International brief ~ Togo interior minister wants "suicidal" elections delayed

[JURIST] Leading Friday's international brief, Togolese Interior Minister Francois Esso Boko told reporters late Thursday night that he was recommending that what he called the "suicidal electoral process" - the presidential election scheduled for Sunday - be postponed, warning that all signs pointed to it being extremely violent. Esso Boko said he would recommend to the interim president that the election be postponed, that a new interim president be appointed from one of the opposition parties, and that the next year be spent drawing up a new constitution to ensure that when a national election did occur, it wouldn't tear the country apart. Togo currently has an interim president following the several weeks of controversial rule [JURIST report] by Faure Gnassignabe, installed by the military following the death of the former president, his father, before he finally resigned in favor of national elections [JURIST report]. JURIST's Paper Chase has continuing coverage of Togo [JURIST news archive]. IRIN has more. Republique Togolaise, the state news agency, has local coverage in French.

In other international legal news ...

  • Former Yugoslavian Army chief-of-staff Nebojsa Pavkovic told the Serb government [official website] Friday that he would willingly surrender himself to the International Criminal Tribunal for the Former Yugoslavia [official website]. Pavkovic has been avoiding arrest and transport to the ICTY for several years and was a source of concern to the EU Enlargement Commission and their report on the feasibility of allowing Serbia into the EU. Serbia received a positive report [JURIST report] from the Commission on April 12, but the report expressed a specific desire to see Pavkovic turned over to the ICTY. Pavkovic is scheduled to leave for the ICTY on Monday. Read the ICTY indictment against Pavkovic. Read the official Serb government press release. Reuters has more.

  • Three Ugandan soldiers were arrested Thursday on charges of rape and sexual assault of women in the conflict-heavy Kitgum region. The two women are classed as Internally Displaced Persons [UNHCR backgrounder], basically refugees within their own country attempting to avoid the continuing violence between the Ugandan government [official website] and the rebel group The Lord's Resistance Army [Global Security backgrounder]. The arrests followed allegations by MP Jane Akwero [parliament profile] before the Ugandan Parliament [government website] on Tuesday, where she accused the Ugandan army of raiding an IDP camp in Padibe, 20 km north of Kitgum, and systematically gang raping and assaulting the women they found there. Ugandan Prime Minister Apollo Nsibambi [AfricaDatabase profile] ordered the Ministry of Defense [official website] to investigate the incident, and the three arrests Thursday were the first steps of that investigation. Ugandan law requires death by firing squad for soldiers found guilty of rape. IRIN has more.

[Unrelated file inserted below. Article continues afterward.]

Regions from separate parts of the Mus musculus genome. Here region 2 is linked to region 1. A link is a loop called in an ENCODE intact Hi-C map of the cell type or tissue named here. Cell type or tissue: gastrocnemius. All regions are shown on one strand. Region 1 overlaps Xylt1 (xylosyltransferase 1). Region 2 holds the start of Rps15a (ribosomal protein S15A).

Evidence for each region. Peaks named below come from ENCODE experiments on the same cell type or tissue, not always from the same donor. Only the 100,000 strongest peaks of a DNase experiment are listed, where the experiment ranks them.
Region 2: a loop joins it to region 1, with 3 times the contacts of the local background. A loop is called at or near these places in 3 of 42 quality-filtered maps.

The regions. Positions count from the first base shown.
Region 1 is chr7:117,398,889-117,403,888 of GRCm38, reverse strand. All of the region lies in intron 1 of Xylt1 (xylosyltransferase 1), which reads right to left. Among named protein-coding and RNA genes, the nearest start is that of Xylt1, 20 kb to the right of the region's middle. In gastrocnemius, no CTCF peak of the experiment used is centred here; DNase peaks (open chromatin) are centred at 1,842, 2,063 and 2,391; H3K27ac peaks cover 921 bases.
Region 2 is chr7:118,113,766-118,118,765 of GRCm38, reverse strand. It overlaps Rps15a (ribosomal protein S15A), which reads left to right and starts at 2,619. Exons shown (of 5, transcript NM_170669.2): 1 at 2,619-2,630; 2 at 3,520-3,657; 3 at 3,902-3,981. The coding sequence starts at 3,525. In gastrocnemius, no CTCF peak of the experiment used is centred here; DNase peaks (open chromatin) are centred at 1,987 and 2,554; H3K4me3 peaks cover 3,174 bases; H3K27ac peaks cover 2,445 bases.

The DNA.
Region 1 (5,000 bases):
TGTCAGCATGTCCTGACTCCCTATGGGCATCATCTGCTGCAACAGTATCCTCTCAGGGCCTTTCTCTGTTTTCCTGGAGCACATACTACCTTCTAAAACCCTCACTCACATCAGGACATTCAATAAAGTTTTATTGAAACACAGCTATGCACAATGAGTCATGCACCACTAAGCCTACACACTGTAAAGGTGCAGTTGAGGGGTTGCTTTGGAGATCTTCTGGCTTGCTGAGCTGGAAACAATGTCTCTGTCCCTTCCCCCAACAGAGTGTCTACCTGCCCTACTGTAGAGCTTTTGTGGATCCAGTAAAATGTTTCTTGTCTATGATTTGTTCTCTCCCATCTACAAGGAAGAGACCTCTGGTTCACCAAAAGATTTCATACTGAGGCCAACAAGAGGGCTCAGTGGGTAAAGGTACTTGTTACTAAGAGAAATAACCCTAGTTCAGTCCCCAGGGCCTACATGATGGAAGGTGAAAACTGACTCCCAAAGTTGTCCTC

• The Kyrgyz Parliament voted down an amendment to election laws Friday that would have prevented Kyrgyz Prime Minister and Acting President Kurmanbek Bakiyev [BBC profile] from running for the office of president while still Kyrgyzstan's Prime Minister. The amendment, which failed by only three votes, was designed to prohibit the individuals currently holding the Prime Minister's office or governor level positions from running for office for fear of possible abuse of power and misuse of state resources during a campaign. Bakiyev has already announced his intent to run of President in the upcoming national elections. JURIST's Paper Chase has continuing coverage of Kyrgyzstan [JURIST news archive]. Itar-Tass has local coverage.

 

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